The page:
St. Jude to pay $27M to settle allegations it sold defective heart devices

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St. Jude Medical will pay $27 million to settle false claims allegations that it knowingly sold defective heart devices that were later implanted into thousands of patients insured through Medicare and Medicaid, the Department of Justice said July 8. 

“Medical device manufacturers have an obligation to be truthful with the Food and Drug Administration, and the U.S. government will not pay for devices that are unsafe and risk injury or death,” said Acting U.S. Attorney Jonathan Lenzner. “The government contends that St. Jude knowingly caused the submission of false claims and failed to inform the FDA with critical information about prior injuries and a death which, had the FDA been made aware, would have led to a recall."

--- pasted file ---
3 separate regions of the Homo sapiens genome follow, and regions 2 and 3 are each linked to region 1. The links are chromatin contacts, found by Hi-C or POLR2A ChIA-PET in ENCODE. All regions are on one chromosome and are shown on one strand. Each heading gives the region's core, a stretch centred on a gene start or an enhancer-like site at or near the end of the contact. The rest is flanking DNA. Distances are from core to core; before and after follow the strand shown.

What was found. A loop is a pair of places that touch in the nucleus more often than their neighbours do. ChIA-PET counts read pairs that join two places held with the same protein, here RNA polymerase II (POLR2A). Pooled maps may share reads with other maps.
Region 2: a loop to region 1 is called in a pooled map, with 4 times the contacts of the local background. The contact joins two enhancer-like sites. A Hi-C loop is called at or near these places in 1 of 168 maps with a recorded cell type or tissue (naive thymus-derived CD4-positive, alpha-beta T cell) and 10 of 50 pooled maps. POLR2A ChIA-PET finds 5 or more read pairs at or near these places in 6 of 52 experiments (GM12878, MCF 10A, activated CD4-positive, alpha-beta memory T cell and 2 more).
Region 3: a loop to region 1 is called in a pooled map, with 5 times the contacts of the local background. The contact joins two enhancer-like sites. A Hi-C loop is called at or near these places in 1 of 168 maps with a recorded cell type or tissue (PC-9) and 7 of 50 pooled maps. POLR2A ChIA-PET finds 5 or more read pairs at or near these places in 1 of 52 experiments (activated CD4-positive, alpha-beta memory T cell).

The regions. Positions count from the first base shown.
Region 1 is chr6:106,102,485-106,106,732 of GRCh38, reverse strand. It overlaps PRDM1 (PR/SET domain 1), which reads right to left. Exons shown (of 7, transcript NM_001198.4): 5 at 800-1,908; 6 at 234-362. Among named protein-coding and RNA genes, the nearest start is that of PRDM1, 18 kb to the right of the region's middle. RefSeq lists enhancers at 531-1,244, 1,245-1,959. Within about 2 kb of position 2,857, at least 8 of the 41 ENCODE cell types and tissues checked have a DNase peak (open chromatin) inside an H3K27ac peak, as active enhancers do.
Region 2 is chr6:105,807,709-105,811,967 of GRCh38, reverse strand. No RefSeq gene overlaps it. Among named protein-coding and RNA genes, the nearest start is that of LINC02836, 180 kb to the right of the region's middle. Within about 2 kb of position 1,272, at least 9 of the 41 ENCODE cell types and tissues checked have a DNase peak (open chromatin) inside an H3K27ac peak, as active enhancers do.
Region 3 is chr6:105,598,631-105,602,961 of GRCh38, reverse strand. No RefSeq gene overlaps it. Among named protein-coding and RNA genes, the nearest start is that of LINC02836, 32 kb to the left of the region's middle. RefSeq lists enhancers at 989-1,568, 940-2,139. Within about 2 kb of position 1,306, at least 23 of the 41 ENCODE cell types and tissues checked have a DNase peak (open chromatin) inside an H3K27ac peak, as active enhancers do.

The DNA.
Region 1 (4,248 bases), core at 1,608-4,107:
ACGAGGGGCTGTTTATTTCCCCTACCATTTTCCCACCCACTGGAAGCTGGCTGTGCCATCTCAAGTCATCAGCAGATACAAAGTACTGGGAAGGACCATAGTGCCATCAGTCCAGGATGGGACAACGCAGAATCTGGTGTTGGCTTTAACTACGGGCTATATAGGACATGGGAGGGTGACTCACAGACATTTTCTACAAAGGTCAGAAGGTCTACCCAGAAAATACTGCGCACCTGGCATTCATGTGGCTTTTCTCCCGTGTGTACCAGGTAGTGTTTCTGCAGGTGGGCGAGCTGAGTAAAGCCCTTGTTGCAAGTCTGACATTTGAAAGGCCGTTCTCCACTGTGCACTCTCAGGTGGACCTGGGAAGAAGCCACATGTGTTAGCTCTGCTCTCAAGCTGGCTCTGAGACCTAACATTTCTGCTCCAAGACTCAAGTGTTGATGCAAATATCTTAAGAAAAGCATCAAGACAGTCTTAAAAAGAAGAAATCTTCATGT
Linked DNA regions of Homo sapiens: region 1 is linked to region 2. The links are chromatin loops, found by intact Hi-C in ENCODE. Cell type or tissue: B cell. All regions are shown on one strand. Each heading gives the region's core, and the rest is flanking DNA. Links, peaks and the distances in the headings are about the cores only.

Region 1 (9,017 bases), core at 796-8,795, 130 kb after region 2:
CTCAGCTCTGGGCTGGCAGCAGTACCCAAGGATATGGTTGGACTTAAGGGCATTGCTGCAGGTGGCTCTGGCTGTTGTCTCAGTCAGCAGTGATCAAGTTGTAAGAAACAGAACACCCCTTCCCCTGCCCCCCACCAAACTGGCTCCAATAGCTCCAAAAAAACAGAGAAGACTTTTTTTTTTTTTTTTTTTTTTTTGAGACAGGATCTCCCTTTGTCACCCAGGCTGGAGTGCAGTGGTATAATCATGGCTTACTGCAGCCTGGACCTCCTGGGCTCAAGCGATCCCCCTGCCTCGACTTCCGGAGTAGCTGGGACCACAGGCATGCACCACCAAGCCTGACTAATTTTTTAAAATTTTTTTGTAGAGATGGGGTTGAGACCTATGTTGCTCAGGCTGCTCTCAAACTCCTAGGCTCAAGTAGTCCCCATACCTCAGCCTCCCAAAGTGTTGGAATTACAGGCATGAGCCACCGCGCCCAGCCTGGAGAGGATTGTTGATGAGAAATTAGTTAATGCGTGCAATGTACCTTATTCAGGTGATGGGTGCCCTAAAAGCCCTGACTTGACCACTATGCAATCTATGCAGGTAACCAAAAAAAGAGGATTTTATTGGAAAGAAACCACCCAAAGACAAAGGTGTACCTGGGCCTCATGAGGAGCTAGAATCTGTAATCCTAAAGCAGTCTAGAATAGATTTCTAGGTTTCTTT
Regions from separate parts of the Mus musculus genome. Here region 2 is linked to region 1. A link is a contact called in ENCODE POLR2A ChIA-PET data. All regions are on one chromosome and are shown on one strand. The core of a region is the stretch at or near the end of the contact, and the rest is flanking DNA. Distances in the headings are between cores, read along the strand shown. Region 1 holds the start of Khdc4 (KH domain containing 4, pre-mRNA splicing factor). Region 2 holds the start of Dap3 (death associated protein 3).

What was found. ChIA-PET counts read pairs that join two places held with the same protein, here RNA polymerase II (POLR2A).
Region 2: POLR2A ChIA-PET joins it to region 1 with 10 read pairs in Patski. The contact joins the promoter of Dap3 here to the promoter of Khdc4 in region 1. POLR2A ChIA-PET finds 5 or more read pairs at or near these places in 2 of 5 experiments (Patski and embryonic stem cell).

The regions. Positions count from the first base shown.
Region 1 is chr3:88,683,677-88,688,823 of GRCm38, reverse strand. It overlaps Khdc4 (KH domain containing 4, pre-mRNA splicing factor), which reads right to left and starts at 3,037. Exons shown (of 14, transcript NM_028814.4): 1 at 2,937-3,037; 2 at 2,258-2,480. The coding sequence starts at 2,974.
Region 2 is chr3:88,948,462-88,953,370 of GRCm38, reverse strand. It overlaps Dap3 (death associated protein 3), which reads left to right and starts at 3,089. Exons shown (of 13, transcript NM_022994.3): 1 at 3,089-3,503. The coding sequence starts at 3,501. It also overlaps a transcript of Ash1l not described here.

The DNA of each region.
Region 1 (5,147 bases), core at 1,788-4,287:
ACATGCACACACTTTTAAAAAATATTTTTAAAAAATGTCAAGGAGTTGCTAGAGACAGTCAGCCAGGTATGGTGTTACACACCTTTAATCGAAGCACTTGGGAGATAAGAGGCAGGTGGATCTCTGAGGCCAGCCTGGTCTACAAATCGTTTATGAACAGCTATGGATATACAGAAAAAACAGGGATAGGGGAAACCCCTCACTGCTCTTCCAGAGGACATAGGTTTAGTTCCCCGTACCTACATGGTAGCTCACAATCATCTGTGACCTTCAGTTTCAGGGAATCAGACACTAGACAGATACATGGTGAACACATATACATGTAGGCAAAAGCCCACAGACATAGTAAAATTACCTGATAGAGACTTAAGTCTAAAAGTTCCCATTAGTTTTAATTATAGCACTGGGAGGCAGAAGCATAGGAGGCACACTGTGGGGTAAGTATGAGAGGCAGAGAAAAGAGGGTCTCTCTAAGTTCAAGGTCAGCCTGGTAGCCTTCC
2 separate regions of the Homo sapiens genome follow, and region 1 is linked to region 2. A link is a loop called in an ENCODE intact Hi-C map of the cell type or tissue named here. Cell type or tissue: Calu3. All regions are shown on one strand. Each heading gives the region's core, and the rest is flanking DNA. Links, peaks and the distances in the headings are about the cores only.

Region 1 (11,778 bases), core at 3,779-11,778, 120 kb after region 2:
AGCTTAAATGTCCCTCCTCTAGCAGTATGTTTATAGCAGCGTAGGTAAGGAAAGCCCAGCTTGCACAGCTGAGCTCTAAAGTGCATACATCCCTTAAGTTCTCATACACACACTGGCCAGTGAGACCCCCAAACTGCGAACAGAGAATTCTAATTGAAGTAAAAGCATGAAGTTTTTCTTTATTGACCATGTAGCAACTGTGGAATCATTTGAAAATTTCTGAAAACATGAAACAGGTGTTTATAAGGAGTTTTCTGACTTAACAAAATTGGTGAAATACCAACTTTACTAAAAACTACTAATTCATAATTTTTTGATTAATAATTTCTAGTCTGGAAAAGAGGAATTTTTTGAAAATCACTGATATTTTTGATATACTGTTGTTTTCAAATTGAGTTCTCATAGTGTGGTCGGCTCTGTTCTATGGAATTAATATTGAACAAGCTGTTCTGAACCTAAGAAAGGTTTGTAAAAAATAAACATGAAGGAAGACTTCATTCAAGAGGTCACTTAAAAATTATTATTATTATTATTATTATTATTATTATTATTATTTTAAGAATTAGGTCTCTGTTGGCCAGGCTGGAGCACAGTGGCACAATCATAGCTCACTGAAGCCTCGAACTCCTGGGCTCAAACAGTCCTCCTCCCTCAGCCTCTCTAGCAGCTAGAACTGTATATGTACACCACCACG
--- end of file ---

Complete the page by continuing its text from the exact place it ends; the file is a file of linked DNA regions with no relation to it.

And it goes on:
Five details: 

1. St. Jude allegedly failed to inform the FDA of serious adverse health events linked to  premature battery depletion in certain models of its Fortify, Fortify Assura, Quadra and Unify devices — implantable defibrillators for patients at risk of cardiac arrest from an irregular heartbeat. 

2. In 2014, St. Jude allegedly submitted a request to the FDA to approve a change to prevent the battery issue. At the time, the company told the FDA "no serious injury, permanent harm or deaths have been reported with this issue," though it was allegedly aware of two reported serious injuries and one death linked to the devices' premature battery depletion. 

3. St. Jude allegedly continued distributing the defective devices through 2016. In August, it notified the FDA that the number of premature battery depletion events rose to 729, including two deaths and 29 events with loss of pacing. 

4. St. Jude issued a medical advisory regarding the issue on Oct. 10, 2016. The FDA then issued a Class I recall, meaning there is a reasonable probability that "violative" products "will cause serious adverse health consequences including death." 

5. While St. Jude stopped selling the devices after the recall, thousands of them were implanted between 2014 and 2016.

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